On the Rényi Divergence, Joint Range of Relative Entropies, and a Channel Coding Theorem
Abstract
This paper starts by considering the minimization of the Rényi divergence subject to a constraint on the total variation distance. Based on the solution of this optimization problem, the exact locus of the points is determined when are arbitrary probability measures which are mutually absolutely continuous, and the total variation distance between and is not below a given value. It is further shown that all the points of this convex region are attained by probability measures which are defined on a binary alphabet. This characterization yields a geometric interpretation of the minimal Chernoff information subject to a constraint on the variational distance.
This paper also derives an exponential upper bound on the performance of binary linear block codes (or code ensembles) under maximumlikelihood decoding. Its derivation relies on the Gallager bounding technique, and it reproduces the ShulmanFeder bound as a special case. The bound is expressed in terms of the Rényi divergence from the normalized distance spectrum of the code (or the average distance spectrum of the ensemble) to the binomially distributed distance spectrum of the capacityachieving ensemble of random block codes. This exponential bound provides a quantitative measure of the degradation in performance of binary linear block codes (or code ensembles) as a function of the deviation of their distance spectra from the binomial distribution. An efficient use of this bound is considered.
Keywords: Chernoff information, distance spectrum, error exponent, maximumlikelihood decoding, relative entropy, Rényi divergence, total variation distance.
I Introduction
The Rényi divergence, introduced in [30], has been studied so far in various informationtheoretic contexts (and it has been actually used before it had a name [37]). These include generalized cutoff rates and error exponents for hypothesis testing ([1, 6, 38]), guessing moments ([2, 9]), source and channel coding error exponents ([2, 12, 22, 27, 37]), strong converse theorems for classes of networks [11], strong data processing theorems for discrete memoryless channels [28], bounds for joint sourcechannel coding [41], and oneshot bounds for informationtheoretic problems [46].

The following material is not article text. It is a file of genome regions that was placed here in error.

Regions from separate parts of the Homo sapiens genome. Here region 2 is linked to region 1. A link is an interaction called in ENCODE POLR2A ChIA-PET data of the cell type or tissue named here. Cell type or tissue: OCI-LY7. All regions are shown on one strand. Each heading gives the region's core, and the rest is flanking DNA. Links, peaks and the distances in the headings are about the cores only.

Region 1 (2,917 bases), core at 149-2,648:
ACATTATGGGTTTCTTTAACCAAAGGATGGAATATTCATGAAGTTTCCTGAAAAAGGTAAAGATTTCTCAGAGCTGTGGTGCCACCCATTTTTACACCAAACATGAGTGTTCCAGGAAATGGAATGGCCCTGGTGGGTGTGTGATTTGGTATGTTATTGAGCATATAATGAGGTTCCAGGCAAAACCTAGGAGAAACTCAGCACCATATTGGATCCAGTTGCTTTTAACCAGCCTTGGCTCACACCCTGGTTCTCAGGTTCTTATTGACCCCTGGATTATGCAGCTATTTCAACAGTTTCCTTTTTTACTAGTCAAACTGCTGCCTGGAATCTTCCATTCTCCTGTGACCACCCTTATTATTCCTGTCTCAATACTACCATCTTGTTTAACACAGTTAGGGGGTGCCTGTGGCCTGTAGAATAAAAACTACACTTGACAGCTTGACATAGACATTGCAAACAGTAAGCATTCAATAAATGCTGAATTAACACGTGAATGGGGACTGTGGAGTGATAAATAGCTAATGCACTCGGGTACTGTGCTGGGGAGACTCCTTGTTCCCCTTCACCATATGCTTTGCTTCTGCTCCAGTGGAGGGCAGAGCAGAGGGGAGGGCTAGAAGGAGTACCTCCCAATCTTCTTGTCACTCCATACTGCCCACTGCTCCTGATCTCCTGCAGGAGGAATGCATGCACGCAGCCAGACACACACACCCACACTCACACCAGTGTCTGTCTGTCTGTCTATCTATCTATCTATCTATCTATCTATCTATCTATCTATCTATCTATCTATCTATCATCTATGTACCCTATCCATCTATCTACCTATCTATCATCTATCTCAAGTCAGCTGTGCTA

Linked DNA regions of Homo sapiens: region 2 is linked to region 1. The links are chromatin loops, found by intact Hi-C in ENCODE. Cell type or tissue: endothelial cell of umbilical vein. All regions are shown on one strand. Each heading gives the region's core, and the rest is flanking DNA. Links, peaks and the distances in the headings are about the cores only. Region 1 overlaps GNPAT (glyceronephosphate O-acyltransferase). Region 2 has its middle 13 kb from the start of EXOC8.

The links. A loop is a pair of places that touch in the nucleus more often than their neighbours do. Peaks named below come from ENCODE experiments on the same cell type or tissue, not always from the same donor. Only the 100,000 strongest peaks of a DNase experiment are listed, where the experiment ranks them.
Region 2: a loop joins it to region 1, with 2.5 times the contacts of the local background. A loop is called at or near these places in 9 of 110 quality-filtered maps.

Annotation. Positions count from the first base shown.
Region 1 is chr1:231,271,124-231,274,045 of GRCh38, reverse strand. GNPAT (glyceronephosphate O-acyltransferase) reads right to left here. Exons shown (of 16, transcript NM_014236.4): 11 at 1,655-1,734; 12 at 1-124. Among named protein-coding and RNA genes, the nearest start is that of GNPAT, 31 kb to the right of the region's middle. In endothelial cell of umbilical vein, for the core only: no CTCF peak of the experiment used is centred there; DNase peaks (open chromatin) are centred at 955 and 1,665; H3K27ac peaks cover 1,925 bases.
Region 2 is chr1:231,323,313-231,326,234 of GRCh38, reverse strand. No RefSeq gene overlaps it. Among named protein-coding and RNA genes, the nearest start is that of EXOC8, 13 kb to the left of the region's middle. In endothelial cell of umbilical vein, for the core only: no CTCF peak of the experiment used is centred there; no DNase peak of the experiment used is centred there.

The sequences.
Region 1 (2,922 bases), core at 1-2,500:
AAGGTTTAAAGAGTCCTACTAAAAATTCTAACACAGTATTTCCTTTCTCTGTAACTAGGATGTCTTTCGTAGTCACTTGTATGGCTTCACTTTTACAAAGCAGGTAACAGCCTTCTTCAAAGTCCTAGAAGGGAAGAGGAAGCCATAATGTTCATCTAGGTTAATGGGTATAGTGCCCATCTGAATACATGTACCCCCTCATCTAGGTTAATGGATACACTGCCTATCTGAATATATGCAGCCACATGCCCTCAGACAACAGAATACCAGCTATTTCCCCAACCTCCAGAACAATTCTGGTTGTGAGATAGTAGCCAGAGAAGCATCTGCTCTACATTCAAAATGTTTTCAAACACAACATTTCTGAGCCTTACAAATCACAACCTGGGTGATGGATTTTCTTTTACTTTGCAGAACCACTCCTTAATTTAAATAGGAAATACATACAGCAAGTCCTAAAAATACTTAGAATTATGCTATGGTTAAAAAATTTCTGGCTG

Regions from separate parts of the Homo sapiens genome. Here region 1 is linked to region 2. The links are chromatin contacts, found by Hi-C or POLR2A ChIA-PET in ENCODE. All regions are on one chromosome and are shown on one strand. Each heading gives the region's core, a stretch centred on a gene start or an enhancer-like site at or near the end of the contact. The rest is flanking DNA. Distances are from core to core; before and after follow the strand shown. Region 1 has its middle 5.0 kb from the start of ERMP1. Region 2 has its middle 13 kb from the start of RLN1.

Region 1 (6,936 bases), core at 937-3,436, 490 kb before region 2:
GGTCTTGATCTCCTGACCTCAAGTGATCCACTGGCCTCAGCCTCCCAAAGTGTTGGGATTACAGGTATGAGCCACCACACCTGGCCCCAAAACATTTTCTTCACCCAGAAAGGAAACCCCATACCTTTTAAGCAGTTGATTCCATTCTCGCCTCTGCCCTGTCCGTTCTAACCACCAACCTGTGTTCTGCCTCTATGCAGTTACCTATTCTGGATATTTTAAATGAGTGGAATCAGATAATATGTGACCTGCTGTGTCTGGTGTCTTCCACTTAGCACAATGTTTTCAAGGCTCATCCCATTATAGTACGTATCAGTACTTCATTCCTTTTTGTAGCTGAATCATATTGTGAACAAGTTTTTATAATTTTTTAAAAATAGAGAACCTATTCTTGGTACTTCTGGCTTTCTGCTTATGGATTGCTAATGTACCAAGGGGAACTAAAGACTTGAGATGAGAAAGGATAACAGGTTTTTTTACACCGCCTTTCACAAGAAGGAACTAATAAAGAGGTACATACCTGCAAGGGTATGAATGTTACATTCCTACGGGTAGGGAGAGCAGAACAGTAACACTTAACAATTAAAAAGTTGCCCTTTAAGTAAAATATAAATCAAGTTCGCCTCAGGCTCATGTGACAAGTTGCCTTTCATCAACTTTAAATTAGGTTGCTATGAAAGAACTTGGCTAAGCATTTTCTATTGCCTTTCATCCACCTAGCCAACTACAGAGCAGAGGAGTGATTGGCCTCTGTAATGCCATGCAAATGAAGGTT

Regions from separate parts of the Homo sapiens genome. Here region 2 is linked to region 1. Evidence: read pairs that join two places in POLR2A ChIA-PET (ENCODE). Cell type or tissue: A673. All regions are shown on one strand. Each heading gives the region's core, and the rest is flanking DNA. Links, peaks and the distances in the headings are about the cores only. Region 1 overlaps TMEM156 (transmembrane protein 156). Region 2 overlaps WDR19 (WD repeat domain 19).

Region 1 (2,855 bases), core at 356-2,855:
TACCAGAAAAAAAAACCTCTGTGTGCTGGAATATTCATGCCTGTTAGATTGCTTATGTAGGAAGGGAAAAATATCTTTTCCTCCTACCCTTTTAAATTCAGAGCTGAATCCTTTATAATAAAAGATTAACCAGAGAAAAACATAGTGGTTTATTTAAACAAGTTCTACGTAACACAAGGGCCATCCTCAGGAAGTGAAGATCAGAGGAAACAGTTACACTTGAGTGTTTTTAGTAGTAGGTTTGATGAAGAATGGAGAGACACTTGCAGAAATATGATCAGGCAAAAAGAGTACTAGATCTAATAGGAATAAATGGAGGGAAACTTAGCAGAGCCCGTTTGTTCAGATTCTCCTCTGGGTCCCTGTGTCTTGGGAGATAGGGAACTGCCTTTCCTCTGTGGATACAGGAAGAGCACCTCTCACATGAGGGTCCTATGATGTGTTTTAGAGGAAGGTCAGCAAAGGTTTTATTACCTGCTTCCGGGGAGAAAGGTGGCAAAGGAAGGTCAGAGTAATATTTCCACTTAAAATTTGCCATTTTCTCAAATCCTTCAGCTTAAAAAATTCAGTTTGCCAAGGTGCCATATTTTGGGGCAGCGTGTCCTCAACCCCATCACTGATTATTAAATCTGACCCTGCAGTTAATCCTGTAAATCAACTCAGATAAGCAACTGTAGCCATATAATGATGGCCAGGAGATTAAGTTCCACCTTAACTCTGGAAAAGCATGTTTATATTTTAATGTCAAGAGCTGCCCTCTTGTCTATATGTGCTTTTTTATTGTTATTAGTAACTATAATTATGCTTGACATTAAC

In [14], Gilardoni derived a Pinskertype lower bound on the Rényi divergence for . In view of the fact that this lower bound is not tight, especially when the total variation distance is large, this paper starts by considering the minimization of the Rényi divergence , for an arbitrary , subject to a given (or minimal) value of the total variation distance. Note that the minimization here is taken over all probability measures with a total variation distance which is not below a given value; this problem differs from the type of problems studied in [3] and [24], in connection to the minimization of the relative entropy subject to a minimal value of the total variation distance with a fixed probability measure . The solution of this problem generalizes the problem of minimizing the relative entropy subject to a given value of the total variation distance where the latter is a special case with (see [10, 13, 29]).
One possible way to deal with this problem stems from the fact that the Rényi divergence is a onetoone transformation of the Hellinger divergence where for :
(1) 
and is an divergence; since the total variation distance is also an divergence, this problem can be viewed as a minimization of an divergence subject to a constraint on another divergence. The numerical optimization of an divergence subject to simultaneous constraints on divergences was recently studied in [15], where it has been shown that it suffices to restrict attention to alphabets of cardinality . In fact, as shown in [44, (22)], a binary alphabet suffices if there is a single constraint (i.e., ) which is on the total variation distance. In view of (1), the same conclusion also holds when minimizing the Rényi divergence subject to a constraint on the total variation distance. To set notation, the divergences are defined at the end of this section, being consistent with the notation in [35] and [45].